After leaving the kibbutz hotel, complete with those people who had sore heads (we had a beach party and it apparently got late – I went to bed at one and have no idea what time my room mate got in as I was dead to the world!). First couple of stops were at lookout points, one where you could see Lebanon, the other you could see into Syria. I was 60km (a little under 40 miles) from Damascus and am please to report that no international incidents were caused by me or anyone else!
Then it was off to lunch on an army base. Oddly appropriate after a visit to Amuka the day before that we should be confronted by lots of good looking young men in uniform! Despite bing told that the food would be awful, it wasn’t that bad, which made me wonder if the soldiers were grateful for us turning up as it gave them better food! One of the officers talked to us about huis battalion, and what they did, then as they are an artillery battalion they took us out to see the guns. The emphasis was very much on how they could target their weapons carefully. and how they were all taught to do minimum damage to civilians. And yes, there were a few other soldiers around who spoke English that were willing to talk to us, and they all said much the same thing.
After that, well – Wine Tasting time!!! The Golan Heights has a fantastic winery and we had a quick whistle stop tour, including the delights of Motty the robot who stacked the pallets. But the star of the show was the tasting. I liked the whites, but not the Merlot. Didn’t buy any as it is the same price back home, so not worth carrying it.
Finally we went back to Tel Aviv, I think i slept a little on the coach, only waking up when we had a brief stop at a service station somewhere near Zichron Yaacov. All I can say about that is that the worst services in England are palaces compared to the facilities at this particular Israeli one – it was a petrol station with a small shop/restaurant, with lousy loos, and worst of all – NO CHOCOLATE!!!
Dinner was kebabs and chips, with salads. I managed to get a liver one – and Mum, you cook it far better! The meatball one was nice though.
Stayed at the Dan Panorama overnight – this time in a still nice, but not as nice room. But as it was for only one night it was not a problem. Went to the beach briefly at 10pm – only time it was cool enough!
Went to the Export institute for some meetings with people there. I have to say that the high tech talk, and the consumer goods talk were good, but the economics one went right over my head – I always knew there was a reason I hadn’t picked that subject at school!
We had a little free time after in Jaffa – went to the shuk there, which is really more of a flea market. Although I have added to my elephant collection, with a Mama elephant and two babies 🙂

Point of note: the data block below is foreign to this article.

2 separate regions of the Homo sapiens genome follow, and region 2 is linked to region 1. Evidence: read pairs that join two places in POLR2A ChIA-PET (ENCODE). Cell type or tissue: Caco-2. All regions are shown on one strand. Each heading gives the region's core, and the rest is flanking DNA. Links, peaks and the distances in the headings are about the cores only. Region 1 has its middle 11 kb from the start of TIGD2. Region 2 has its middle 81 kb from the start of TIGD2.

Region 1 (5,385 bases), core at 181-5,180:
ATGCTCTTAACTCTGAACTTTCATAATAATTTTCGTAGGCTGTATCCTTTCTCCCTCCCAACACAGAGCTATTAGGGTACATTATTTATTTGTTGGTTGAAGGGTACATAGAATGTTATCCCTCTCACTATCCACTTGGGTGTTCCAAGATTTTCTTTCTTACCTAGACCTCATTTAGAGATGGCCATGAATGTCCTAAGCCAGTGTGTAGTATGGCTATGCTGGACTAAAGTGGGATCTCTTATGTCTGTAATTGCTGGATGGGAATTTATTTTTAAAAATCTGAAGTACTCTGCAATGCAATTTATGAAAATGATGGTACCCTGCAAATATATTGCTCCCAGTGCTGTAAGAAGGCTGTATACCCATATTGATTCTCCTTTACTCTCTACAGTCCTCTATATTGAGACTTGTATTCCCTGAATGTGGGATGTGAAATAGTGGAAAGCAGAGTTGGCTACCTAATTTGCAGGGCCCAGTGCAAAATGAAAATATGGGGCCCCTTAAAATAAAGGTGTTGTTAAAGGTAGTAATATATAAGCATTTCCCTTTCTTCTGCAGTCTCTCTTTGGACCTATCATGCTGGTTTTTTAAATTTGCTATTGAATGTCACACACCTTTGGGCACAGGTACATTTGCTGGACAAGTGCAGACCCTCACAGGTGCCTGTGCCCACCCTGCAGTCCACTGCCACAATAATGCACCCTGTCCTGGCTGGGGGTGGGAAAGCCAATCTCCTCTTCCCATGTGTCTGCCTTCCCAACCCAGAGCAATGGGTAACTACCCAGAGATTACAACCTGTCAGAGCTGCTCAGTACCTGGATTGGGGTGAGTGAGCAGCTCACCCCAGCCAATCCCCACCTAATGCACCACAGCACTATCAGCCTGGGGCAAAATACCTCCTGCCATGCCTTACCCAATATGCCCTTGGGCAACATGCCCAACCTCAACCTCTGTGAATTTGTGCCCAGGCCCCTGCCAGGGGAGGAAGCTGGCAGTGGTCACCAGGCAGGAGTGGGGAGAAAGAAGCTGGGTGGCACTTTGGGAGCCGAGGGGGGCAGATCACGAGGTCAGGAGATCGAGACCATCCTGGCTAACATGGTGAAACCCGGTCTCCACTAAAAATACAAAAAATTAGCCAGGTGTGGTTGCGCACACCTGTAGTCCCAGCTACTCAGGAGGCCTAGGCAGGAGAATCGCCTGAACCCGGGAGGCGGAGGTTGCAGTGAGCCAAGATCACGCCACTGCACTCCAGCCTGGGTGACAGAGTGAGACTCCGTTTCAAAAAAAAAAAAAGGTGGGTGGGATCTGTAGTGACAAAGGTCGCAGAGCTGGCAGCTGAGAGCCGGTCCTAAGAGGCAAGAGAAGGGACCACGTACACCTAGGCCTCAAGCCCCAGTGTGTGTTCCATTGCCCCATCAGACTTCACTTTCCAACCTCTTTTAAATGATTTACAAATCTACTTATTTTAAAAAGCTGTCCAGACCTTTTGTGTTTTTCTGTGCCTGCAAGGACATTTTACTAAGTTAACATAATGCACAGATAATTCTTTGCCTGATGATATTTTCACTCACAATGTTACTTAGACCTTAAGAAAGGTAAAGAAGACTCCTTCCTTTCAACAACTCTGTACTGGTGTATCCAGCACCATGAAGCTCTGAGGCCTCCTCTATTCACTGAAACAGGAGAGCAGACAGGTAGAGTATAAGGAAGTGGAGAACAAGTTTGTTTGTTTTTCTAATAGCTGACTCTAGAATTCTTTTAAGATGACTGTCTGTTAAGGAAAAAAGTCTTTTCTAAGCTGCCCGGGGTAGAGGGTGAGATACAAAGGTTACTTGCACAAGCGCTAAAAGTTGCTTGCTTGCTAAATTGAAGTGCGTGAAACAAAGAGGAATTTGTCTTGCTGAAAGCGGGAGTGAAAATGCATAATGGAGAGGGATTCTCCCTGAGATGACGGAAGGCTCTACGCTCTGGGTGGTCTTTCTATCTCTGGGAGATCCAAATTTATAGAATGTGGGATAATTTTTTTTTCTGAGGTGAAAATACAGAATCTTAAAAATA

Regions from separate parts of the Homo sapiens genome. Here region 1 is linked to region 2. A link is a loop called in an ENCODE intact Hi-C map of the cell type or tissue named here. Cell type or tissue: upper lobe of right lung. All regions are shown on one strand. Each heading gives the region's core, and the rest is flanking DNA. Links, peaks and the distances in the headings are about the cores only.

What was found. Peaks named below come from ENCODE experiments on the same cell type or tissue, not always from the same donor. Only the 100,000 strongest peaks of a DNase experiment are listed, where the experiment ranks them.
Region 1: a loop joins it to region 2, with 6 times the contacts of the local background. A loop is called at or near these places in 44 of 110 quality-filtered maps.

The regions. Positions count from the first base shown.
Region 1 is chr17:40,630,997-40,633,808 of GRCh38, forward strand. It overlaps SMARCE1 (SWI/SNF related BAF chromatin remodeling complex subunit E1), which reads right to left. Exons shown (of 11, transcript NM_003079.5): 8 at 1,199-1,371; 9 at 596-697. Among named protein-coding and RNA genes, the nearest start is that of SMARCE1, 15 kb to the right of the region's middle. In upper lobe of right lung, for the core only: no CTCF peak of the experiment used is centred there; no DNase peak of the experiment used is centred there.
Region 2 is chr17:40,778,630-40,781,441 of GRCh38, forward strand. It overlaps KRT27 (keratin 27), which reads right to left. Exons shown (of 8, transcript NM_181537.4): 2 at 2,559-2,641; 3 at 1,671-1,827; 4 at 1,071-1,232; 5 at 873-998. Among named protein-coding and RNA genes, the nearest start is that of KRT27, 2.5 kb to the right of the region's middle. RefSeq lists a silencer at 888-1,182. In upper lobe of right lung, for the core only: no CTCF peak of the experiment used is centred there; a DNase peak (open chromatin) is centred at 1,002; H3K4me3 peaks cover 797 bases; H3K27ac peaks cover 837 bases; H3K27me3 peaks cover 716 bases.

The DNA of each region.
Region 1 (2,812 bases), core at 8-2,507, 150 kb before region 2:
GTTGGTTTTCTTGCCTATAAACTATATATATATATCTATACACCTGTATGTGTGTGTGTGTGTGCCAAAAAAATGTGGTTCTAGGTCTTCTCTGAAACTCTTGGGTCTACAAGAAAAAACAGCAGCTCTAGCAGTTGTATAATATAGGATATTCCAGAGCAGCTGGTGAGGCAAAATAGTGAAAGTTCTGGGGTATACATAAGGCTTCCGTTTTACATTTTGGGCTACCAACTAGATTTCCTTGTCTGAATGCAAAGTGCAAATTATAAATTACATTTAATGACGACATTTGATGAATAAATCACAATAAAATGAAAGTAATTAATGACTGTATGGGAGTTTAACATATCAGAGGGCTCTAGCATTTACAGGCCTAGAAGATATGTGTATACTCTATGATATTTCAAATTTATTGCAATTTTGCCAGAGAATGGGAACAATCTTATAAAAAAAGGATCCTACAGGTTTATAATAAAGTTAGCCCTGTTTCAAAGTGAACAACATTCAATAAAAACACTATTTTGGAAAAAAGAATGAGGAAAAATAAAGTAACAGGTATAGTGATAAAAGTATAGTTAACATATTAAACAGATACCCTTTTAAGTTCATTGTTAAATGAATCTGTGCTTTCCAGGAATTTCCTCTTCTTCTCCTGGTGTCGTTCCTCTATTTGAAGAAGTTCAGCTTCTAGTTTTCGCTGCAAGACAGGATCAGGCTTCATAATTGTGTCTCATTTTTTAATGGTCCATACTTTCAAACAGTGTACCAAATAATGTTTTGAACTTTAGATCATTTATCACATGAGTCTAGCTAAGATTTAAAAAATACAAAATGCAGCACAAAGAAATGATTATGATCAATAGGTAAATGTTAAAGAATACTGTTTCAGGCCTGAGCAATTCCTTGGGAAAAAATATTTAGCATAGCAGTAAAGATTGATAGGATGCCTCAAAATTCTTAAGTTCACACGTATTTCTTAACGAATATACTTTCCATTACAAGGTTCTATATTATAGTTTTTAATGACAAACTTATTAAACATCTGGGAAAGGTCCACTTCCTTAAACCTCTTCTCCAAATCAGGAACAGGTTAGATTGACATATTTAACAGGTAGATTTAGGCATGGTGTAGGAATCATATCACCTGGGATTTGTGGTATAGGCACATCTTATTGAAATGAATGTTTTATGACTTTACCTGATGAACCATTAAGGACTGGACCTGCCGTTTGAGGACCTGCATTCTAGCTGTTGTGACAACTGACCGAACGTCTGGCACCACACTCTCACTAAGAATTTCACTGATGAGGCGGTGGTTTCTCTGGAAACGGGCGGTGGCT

Then it was off to visit a charity project at Wolfson Hospital in Holon. Interesting to note that after ther hospital was built, they built a small shopping centre outside it – we saw patients who were well enough going for a wander to buy books and sweets and things – there were clothes shops there, and a branch of McDonalds as well.
The Save a Child’s Heart project was truly inspiring, we met the Surgeon in charge, who talked to us briefly before he was due in theatre. They treat two types of issues there, congenital heart problems, and rheumatic heart disease, and the children come from the Palestinian territories, and all over the developing world (Africa, other parts of the Middle East, and oddly Romania). Today’s clinic was for treating Palestinian children, and I really felt for one of the mother’s there, apparently her child had something that was most likely inoperable.
The children that come in from overseas stay at a house nearby. We went to see it, and it was a really happy place with a good few children ready to actually head home tomorrow, including a really smily little boy from Ethiopia. We played with them, spoke to the volunteers there and it had a really good atmosphere.
Back on the bus we headed back to Jerusalem where dinner with a government minister, Yuli Edelstein, who is the minister for the diaspora awaited us. It was pretty good, and somehow, despite sitting opposite I barely managed two words – our man from Greece had a lot to say. Still, he gave a good speech, stressing that the main thing was to counter ignorance where possible.
As for now, well I’m in the second hotel room of the night. We got here, and discovered that a) none of us had keys that could open the rooms, and then b) our room only had a king size bed. Now my roomie and I are friendly, but not that friendly! So while I stayed with our bags, she went to ask about moving. So I write this now, sat on the top floor of the hotel, in a huge room with twin beds. It does need a little modernisation, but nothing that can’t be lived with for 3 nights – mainly a lick of paint and a newer air conditioning unit that isn’t quite so noisy – but this high up we can open the balcony door and not be disturbed by the road.
All in all, it’s been a long and intense day. I’m about ready to crash out and try my very comfy looking bed!